Do you want to work with others to make an impact and change the world?

There’s no better opportunity to do it than through the U-M Problem Solving Initiative at Michigan Law School. This innovative program is committed to ideological diversity in approaches to problem solving and provides a platform for the development of creative solutions to some of the world’s most difficult challenges in business and society by giving students a framework for analyzing and solving complex problems and guiding organizations through innovation and change. Through a team-based, experiential, and interdisciplinary learning model, small groups of graduate and professional students work with top-notch faculty to explore and offer solutions to emerging, complex, multifaceted problems. The small group classes, comprising students from a wide variety of top-ranked U-M graduate and professional schools, give participants a unique opportunity to receive guidance from accomplished instructors and leading experts in the business and policy communities. The format is designed to allow students to represent the unique perspective of their academic discipline while working together with faculty and outside experts to propose a solution to some of the world’s most challenging problems.

These are not conventional graduate courses involving linear delivery of prepared content. The goal is for the students to develop solutions to big problems in the world. The instructors do not sit back hiding the answers. They don’t have the answers. Really. The professors are facilitators, conveners, project leaders, and (occasionally) experts, but students ultimately run the show.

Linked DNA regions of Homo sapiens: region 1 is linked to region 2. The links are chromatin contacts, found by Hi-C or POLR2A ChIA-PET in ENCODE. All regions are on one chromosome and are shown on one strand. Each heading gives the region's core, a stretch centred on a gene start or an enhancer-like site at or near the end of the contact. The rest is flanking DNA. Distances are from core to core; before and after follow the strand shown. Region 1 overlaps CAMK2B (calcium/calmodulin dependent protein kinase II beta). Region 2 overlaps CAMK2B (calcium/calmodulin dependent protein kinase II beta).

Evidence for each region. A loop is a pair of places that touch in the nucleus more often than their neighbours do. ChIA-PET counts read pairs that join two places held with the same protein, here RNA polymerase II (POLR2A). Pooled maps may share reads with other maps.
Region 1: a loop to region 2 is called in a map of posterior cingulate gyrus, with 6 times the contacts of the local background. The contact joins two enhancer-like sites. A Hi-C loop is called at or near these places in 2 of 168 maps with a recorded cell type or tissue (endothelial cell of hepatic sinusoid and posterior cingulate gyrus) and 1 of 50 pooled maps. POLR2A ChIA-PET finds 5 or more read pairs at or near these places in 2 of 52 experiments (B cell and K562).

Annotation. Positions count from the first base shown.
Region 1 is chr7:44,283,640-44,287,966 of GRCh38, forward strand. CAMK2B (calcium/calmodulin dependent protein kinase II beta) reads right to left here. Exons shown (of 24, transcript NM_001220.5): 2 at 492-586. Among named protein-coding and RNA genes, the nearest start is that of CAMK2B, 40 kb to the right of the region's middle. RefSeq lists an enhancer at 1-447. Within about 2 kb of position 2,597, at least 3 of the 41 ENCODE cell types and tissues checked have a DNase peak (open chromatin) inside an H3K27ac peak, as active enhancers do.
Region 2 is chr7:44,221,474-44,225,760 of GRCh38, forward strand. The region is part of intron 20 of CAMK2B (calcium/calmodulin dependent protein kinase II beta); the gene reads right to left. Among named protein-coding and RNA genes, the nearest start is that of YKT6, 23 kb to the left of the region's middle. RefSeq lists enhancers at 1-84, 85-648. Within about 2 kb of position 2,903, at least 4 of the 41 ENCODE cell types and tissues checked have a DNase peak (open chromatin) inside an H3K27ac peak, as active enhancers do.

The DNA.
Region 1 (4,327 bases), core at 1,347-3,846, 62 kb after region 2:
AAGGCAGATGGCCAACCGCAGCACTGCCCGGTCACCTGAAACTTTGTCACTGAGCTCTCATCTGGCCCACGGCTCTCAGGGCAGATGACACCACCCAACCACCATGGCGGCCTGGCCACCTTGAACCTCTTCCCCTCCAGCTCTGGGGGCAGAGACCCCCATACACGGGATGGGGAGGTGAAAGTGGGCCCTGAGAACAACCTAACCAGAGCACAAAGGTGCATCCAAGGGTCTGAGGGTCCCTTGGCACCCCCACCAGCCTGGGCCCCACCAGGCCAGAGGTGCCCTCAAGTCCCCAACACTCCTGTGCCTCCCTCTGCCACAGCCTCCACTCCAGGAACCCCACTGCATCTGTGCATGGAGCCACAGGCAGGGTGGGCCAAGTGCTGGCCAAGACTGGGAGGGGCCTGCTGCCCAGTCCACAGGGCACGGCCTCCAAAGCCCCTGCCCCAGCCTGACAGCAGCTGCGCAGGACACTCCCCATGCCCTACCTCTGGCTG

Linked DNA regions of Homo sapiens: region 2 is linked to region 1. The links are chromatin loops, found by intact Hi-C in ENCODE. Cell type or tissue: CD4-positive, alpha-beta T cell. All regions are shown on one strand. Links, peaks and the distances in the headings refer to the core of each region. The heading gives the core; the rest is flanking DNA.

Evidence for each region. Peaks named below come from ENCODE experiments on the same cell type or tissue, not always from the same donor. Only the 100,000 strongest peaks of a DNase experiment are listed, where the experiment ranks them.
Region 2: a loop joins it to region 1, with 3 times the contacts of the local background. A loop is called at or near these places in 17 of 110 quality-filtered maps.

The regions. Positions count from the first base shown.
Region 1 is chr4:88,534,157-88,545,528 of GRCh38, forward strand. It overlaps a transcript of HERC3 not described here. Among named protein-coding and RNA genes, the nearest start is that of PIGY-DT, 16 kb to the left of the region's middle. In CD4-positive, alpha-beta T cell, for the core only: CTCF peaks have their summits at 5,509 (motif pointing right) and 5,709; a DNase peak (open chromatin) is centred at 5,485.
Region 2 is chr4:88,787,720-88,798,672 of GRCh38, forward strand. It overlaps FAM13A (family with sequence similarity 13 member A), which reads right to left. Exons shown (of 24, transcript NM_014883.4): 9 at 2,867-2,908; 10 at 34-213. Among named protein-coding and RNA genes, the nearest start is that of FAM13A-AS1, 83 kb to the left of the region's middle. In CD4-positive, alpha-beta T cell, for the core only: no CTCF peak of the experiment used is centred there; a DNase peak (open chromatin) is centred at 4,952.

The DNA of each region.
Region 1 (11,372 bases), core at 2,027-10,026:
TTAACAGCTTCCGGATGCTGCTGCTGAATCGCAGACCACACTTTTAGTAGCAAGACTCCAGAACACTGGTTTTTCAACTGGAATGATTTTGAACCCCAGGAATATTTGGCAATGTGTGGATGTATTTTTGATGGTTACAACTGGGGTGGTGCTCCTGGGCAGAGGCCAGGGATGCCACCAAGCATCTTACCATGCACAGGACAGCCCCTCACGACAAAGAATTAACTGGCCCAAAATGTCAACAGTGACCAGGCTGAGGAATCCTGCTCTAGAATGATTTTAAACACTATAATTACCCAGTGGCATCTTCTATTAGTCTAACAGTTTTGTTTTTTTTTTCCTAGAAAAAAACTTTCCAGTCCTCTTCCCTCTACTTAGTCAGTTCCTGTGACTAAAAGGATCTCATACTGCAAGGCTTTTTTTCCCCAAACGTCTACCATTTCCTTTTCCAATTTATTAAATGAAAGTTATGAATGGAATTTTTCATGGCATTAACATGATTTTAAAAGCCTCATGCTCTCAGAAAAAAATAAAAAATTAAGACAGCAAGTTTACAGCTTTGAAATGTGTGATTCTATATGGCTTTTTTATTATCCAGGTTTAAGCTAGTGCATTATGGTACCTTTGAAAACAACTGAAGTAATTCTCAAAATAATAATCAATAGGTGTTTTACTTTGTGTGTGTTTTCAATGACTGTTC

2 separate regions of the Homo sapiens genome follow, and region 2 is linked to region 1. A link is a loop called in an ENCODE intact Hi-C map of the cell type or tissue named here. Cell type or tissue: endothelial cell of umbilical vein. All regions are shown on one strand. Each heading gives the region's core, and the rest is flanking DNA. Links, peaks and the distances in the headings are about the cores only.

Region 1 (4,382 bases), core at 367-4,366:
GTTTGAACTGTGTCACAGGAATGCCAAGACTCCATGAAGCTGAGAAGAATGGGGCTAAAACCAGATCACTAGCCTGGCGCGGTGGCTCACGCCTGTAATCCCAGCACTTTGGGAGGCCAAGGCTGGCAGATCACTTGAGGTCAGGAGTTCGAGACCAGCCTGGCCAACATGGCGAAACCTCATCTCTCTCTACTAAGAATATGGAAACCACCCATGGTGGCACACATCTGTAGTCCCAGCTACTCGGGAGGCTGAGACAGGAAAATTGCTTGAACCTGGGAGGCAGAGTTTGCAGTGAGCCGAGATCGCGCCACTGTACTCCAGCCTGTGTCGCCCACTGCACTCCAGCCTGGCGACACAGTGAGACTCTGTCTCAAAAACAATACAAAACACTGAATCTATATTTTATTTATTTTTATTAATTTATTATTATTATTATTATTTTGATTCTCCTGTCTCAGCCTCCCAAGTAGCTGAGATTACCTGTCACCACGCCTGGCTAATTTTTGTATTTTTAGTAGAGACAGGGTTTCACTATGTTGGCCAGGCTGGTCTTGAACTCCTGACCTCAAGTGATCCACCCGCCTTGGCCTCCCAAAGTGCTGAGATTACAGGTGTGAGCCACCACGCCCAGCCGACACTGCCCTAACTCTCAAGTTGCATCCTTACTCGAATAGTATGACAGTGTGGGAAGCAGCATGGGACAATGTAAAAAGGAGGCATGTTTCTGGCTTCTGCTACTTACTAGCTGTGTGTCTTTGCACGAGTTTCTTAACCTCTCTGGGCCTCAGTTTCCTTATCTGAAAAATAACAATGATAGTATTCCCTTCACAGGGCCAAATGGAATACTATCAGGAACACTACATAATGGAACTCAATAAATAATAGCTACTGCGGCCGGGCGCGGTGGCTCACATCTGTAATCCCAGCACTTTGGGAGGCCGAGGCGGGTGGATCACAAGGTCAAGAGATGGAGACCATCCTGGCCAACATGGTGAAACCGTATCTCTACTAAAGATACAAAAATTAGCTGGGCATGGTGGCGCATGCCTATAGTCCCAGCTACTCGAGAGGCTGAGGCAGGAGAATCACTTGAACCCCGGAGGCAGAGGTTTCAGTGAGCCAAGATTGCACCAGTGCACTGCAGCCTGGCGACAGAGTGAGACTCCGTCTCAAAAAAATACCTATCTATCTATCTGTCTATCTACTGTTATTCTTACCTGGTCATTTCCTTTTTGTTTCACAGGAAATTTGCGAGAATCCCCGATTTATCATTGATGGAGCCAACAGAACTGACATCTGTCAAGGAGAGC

Fall 2017 Courses

Connected and Autonomous Vehicle Technology: Business and Regulatory Issues

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Stable and Integrated Housing for America's Working Poor

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Economic Integration for Individuals in the Refugee Resettlement Program

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Identifying Victims of Human Trafficking within Health Care Settings

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What Challenges Does the PSI Address?

Classes address problems that are:

  • Complex and multi-layered, requiring an interdisciplinary approach to generate viable solutions;
  • Not easily solved with simple research and require students to develop a significant innovation;
  • Clearly defined and sufficiently narrow that students have an opportunity to develop potential solutions in a single semester

Have a Class Topic Idea?

Faculty and graduate and professional students from all U-M disciplines are encouraged to submit course proposals.

Proposals should include: (1) a proposed course title, (2) a brief description of the problem presented and potential class deliverable(s), (3) participating U-M schools and colleges and/or departments, (4) proposed instructors, and (5) the semester in which you would like the course offered.

Submit Course Proposals